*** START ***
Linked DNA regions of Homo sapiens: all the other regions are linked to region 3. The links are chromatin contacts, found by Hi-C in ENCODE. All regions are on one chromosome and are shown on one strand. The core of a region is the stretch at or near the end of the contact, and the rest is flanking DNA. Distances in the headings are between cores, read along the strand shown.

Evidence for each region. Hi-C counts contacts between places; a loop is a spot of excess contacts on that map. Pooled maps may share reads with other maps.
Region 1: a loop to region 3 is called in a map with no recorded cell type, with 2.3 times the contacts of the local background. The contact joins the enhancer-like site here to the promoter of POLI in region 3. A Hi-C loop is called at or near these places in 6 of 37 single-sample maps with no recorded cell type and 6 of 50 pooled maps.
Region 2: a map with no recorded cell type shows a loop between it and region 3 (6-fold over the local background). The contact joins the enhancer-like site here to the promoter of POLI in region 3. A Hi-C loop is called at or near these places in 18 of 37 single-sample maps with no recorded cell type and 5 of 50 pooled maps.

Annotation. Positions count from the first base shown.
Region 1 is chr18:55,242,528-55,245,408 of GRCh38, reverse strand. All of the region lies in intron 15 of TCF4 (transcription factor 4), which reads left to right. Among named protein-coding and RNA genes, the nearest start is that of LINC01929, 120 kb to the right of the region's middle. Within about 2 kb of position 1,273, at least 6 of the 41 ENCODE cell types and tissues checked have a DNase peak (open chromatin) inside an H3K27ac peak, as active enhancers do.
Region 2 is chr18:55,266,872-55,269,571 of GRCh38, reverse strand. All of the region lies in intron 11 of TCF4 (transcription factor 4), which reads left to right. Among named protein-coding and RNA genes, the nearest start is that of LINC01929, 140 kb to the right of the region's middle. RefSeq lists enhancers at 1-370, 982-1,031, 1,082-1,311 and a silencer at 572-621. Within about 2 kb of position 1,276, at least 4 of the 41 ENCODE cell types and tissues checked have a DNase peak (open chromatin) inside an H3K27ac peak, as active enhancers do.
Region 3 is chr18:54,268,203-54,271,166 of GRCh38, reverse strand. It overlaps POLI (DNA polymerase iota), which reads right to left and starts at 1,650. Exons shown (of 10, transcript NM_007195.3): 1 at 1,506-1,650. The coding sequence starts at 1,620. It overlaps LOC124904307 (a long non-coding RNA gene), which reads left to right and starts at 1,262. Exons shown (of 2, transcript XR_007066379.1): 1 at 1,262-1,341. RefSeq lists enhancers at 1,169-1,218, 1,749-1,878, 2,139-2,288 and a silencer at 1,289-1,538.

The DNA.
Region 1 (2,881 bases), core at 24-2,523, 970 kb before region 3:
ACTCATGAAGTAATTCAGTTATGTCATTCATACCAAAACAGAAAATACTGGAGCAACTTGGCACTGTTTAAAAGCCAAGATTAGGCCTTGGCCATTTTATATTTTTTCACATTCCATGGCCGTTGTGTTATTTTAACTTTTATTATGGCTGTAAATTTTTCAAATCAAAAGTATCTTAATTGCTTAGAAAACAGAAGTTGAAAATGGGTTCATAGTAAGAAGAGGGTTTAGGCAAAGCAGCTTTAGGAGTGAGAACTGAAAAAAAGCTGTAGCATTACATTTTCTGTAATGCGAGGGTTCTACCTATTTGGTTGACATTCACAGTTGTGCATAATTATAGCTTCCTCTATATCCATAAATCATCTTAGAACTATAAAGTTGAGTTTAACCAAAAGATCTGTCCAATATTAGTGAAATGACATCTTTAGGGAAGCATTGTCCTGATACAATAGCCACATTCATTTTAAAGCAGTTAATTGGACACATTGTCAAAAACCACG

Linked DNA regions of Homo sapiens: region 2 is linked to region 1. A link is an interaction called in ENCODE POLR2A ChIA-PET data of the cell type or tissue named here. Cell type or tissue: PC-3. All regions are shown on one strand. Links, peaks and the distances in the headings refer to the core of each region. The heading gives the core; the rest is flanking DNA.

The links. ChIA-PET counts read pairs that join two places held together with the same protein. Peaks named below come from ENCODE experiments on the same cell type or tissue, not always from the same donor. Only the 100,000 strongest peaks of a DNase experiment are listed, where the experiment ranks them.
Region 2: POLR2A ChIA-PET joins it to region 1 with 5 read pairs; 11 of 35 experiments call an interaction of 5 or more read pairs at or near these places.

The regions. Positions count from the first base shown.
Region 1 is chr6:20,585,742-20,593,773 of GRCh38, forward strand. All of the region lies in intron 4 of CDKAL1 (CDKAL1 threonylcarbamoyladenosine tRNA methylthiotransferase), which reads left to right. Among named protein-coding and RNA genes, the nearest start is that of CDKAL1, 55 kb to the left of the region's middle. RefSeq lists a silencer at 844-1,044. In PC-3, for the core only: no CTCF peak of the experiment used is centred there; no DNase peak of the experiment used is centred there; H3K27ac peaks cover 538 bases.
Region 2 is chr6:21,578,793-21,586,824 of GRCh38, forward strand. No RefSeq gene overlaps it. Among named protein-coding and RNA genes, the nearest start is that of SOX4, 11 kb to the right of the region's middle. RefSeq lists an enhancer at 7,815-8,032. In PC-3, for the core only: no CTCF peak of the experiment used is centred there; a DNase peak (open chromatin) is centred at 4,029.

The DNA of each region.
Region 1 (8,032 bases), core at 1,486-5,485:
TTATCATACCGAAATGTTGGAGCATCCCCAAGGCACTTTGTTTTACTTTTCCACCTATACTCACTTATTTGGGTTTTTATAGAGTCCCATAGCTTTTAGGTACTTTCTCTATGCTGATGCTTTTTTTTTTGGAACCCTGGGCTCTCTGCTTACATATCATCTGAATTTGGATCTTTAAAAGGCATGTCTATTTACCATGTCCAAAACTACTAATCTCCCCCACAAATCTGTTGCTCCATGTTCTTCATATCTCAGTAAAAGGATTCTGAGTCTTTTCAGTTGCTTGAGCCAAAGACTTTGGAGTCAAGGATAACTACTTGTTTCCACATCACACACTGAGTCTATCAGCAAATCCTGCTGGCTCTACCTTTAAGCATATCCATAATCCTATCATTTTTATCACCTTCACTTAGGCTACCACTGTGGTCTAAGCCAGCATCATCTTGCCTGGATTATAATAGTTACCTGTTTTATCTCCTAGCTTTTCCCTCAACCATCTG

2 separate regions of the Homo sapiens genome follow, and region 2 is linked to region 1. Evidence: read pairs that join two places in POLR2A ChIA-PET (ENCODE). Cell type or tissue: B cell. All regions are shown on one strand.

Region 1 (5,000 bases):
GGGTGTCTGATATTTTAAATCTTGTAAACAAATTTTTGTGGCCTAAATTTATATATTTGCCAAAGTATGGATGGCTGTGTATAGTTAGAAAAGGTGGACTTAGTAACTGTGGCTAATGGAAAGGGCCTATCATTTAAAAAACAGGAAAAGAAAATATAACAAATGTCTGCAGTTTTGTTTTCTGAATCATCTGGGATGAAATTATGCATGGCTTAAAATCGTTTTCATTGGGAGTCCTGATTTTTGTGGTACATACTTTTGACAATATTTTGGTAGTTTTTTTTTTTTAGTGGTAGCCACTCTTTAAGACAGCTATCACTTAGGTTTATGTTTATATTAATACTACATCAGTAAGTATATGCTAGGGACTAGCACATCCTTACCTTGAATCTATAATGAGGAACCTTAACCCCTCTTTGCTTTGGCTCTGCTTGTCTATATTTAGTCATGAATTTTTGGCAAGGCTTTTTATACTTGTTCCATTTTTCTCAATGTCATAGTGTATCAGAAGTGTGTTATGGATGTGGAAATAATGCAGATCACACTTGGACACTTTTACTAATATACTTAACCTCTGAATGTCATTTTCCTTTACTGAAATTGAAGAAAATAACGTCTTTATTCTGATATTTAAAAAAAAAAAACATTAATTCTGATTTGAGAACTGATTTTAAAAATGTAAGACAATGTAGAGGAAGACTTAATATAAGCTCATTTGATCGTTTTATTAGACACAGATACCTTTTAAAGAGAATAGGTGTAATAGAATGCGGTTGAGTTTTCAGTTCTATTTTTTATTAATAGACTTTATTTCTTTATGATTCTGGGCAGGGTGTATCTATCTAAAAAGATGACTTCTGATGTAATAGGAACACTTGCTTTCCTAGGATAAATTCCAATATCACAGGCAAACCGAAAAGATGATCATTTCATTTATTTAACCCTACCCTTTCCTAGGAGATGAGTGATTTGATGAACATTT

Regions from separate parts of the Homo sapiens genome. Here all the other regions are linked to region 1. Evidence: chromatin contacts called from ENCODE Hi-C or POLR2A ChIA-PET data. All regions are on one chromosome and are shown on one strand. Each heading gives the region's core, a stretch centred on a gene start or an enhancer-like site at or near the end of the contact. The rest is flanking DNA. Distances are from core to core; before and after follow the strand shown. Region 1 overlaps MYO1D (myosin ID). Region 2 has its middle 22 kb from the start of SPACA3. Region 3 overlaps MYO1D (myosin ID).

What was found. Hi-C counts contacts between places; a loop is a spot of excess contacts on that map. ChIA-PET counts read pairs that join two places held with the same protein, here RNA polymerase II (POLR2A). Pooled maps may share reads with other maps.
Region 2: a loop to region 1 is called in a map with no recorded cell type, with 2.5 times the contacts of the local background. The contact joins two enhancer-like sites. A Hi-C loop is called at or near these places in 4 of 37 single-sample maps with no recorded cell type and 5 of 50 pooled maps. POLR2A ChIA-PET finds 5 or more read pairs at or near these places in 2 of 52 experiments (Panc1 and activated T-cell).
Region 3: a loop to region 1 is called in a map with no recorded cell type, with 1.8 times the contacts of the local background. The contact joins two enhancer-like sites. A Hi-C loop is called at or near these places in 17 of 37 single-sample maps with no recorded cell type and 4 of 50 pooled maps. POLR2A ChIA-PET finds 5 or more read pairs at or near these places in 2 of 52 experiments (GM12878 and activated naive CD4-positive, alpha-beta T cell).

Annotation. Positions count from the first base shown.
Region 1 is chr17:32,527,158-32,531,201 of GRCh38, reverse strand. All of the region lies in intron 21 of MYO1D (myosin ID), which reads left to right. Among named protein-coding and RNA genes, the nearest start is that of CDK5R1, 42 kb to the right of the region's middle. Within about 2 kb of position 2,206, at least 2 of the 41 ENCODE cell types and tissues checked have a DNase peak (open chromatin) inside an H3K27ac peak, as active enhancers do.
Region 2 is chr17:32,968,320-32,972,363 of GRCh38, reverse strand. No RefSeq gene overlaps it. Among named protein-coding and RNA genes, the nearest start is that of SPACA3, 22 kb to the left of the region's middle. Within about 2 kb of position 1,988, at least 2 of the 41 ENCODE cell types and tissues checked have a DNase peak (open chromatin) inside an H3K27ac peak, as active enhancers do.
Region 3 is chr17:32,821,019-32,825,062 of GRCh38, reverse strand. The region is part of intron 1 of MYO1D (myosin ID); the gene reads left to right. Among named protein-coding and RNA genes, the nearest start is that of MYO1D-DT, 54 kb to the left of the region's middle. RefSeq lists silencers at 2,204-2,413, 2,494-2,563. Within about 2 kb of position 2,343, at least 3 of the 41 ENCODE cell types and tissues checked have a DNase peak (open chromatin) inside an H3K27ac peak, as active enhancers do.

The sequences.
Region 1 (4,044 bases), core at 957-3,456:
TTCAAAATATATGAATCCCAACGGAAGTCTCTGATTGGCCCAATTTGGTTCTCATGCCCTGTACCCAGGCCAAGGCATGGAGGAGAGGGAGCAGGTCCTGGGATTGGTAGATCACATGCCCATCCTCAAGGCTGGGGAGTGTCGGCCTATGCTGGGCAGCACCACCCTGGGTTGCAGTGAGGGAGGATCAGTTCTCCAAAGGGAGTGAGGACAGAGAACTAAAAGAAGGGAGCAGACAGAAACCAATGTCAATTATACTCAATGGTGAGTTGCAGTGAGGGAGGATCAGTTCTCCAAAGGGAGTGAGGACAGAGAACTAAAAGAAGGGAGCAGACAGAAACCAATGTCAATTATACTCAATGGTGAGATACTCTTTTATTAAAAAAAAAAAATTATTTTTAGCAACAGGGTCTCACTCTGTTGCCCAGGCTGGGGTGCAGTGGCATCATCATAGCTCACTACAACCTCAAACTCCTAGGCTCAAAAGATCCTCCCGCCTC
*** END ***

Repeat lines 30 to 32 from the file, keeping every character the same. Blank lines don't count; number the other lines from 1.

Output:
Region 2 is chr17:32,968,320-32,972,363 of GRCh38, reverse strand. No RefSeq gene overlaps it. Among named protein-coding and RNA genes, the nearest start is that of SPACA3, 22 kb to the left of the region's middle. Within about 2 kb of position 1,988, at least 2 of the 41 ENCODE cell types and tissues checked have a DNase peak (open chromatin) inside an H3K27ac peak, as active enhancers do.
Region 3 is chr17:32,821,019-32,825,062 of GRCh38, reverse strand. The region is part of intron 1 of MYO1D (myosin ID); the gene reads left to right. Among named protein-coding and RNA genes, the nearest start is that of MYO1D-DT, 54 kb to the left of the region's middle. RefSeq lists silencers at 2,204-2,413, 2,494-2,563. Within about 2 kb of position 2,343, at least 3 of the 41 ENCODE cell types and tissues checked have a DNase peak (open chromatin) inside an H3K27ac peak, as active enhancers do.

The sequences.